We have no certain information concerning him, but Eusebius states that when Domitian ordered all the posterity of David to be slain, “some of the heretics accused the descendants of Jude, as the brother of our Savior according to the flesh, because they were of the family of David, and as such were also related to Christ.” It appears from the historian’s subsequent statement that these people made a good confession before their persecutors.
The Epistle was probably addressed to churches eastward of Judaea, among whom Jude had labored; and was probably written about a.d. 66. There are remarkable similarities between this Epistle and II Peter, indicating close communication between the two writers, as they looked out on the heretical teachers of the age and the low state of prevailing morals. —Through the Bible Day by Day
“Contend Earnestly for the Faith”
Salutation, Jude 1-2
1. Warning against Traitors, Jude 3-4
2. Depravity and Doom of the Ungodly, Jude 5-16
3. The Faith and Hope of the Christian, Jude 17-22
Conclusion, Jude 24-25 —Through the Bible Day by Day
Jude 1:1-11 – “Earnestly Contend for the Faith”
Kept is the keynote of this Epistle. It occurs in Jude 1, 6, 21, and in another form in Jude 24. Many evil doctrines and practices were intruding into the Church. Certain persons had crept in, who quoted the mercy of God as an excuse for immorality and practically disowned the teachings of the Lord Jesus.
In contrast with these were the disciples whom Jude addresses and who owned the Lord Jesus as their beloved “Despot,” (the Greek for Lord, Jude 4) They were kept for him, as the others were kept in chains. Let us also keep ourselves in the love of God, Jude 21. It is much easier to live consistently in hours of storm than in hours of ease.
Let us be warned against drifting back from our first faith. Let us take heed from the fate of fallen angels, of Sodom and Gomorrah, of Cain and Balaam, of Korah and others. Let us watch and pray and earnestly contend for the faith which was once delivered unto the saints, Jude 3, bearing it through the world as the pilgrim host bore the sacred vessels in the days of Ezra. See Ezra 8:28. —Through the Bible Day by Day
Jude 1:12-25 – Beware of the Touch of the Ungodly
What traps and pitfalls beset us! How many have fallen who had as good or a better chance than we! The angels kept not their first estate; Adam, though created in innocency, fell; Cain was rejected; Balaam, who saw with open eyes, was slain; Korah, who had carried a censer filled with holy fire, was hurled into the abyss! How can we expect to stand! Be of good cheer! He is able to keep you from falling, and to present you faultless, Jude 24.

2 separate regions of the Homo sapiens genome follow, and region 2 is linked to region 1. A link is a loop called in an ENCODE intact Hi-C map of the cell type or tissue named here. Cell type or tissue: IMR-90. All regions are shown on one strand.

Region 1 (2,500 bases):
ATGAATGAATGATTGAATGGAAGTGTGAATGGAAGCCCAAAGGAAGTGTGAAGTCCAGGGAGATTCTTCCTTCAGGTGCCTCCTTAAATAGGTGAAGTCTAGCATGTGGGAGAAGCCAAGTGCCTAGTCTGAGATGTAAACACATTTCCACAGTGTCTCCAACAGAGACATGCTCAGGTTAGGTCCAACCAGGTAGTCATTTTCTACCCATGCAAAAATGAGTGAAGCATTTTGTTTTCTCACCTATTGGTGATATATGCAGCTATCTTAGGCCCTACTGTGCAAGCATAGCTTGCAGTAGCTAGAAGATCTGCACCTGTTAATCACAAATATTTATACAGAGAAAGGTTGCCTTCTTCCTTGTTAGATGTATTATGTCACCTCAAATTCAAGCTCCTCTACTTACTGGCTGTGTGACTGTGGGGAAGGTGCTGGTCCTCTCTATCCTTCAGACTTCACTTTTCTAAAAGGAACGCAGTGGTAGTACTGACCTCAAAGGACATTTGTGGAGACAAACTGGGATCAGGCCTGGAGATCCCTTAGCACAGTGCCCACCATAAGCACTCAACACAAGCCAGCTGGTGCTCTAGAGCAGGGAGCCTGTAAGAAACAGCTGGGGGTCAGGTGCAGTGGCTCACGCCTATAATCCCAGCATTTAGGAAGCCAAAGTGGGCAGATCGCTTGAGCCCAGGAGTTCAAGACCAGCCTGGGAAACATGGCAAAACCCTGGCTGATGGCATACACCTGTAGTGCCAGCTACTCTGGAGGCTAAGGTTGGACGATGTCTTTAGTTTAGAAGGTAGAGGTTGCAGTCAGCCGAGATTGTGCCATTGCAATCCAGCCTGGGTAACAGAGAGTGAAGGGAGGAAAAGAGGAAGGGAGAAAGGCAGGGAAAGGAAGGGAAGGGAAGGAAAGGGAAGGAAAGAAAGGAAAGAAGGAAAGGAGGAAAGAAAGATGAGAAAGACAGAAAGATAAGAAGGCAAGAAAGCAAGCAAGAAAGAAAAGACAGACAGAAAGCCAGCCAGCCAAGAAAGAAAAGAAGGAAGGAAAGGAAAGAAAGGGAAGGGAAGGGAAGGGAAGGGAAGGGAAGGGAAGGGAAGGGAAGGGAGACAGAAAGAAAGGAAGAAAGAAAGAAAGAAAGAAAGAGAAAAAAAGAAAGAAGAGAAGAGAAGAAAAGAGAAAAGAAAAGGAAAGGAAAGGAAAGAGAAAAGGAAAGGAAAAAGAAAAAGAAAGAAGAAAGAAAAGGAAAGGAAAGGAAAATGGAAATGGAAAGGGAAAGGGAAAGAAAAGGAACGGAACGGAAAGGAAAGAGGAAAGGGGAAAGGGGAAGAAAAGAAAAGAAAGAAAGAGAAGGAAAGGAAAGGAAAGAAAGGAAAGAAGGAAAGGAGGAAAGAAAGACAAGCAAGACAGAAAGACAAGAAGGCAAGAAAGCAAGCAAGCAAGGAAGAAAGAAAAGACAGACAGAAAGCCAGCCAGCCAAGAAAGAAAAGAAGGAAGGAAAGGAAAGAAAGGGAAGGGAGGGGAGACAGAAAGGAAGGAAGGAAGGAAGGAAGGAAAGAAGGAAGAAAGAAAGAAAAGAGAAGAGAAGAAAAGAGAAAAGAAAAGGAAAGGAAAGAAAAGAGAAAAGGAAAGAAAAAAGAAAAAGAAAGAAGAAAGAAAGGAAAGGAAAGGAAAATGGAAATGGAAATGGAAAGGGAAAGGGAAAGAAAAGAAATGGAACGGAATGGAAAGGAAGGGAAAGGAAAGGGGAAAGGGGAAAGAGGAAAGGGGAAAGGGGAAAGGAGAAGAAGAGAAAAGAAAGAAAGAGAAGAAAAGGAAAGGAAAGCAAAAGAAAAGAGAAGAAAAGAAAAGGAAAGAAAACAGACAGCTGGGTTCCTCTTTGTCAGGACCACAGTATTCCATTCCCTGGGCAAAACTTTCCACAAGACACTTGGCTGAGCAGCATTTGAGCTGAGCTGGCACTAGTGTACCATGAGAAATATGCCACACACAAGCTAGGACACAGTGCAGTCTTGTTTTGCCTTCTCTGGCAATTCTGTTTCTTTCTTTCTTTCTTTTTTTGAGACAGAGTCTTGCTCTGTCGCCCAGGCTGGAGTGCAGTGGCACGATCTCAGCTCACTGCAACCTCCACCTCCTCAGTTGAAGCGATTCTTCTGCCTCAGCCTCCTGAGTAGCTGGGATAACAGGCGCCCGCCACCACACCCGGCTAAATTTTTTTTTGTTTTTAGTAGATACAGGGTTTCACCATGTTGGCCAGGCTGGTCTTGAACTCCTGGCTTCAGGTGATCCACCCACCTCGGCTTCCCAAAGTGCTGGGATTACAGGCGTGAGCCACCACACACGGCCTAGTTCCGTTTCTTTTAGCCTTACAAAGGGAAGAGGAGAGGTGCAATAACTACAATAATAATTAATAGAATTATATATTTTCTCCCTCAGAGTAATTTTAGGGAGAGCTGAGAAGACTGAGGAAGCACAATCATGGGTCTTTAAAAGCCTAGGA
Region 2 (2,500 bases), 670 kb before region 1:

In the succession of terrible metaphors in Jude 12-13, notice that in each case there is promise without fulfillment and appearance without reality. Such is much of the Christian profession of the present day. And from time to time, as Enoch foretold, the day of the Lord comes, with its retribution for all such.
The four exquisite admonitions of Jude 20-21 are worth pondering. Keep yourselves in the main current of God’s love. Build your character after the likeness of Christ. Pray in the Holy Spirit; keep at the oriel window of hope. Christ is able to keep, and when at last we are presented by Him to the Father, we shall realize how much we owe Him. —Through the Bible Day by Day
Jude 1:21—Keep yourselves in the love of God.
There is a strong current running. If you keep in its main stream, it will bear you gently but irresistibly forward; but there are so many side-currents, that we must be very careful not to be swept out of it. You are in it by grace, now keep in it.
Build yourselves on your most holy faith.—Build, not on your emotions; nor on your conceptions of what may be right or wrong; nor on your experience—but on the strong and massive outlines of the faith once delivered to the saints (Jude 3). We may well contend for it, if it is to yield the foundation of our spiritual upbuilding. In other words, you must come back, again and yet again, to the teachings of the Word of God, and specially of the life of Jesus.
Pray in the Holy Spirit.—Wait at the Divine footstool until your prayers are indicted by Him, and the spring arises from the depths of God. And whensoever you feel the inward movement of God’s Spirit, yield to it. He will correct. and prune from your prayers all that should not be in them. He will lead you out in intercession for others, and for the glory of Christ, of which you did not know yourself capable. To pray in the Holy Spirit is to let the Holy Spirit pray in you.
Look for the mercy of our Lord Jesus Christ.—Always be on the outlook. Let your soul stand on tiptoe in anticipation of his coming. Let yours be the words of the Canticles (Song of Solomon 5:2), “I sleep, but my heart waketh: it is the voice of my beloved that knocketh, saying, Open to me, my sister, my love, my dove, my undefiled.” The heart that waits for Jesus, will not have to wait in vain. And even in the act of waiting, it will be kept in the love of God, which is also eternal life. —Our Daily Homily
Jude 1:21 – I once saw a dark shadow resting on the bare side of a hill. Seeking its cause, I saw a little cloud, bright as the light, floating in the clear blue above. Thus it is with our sorrow. It may be dark and cheerless here on earth; yet look above, and you shall see it to be but a shadow of His brightness Whose name is love. (Alford)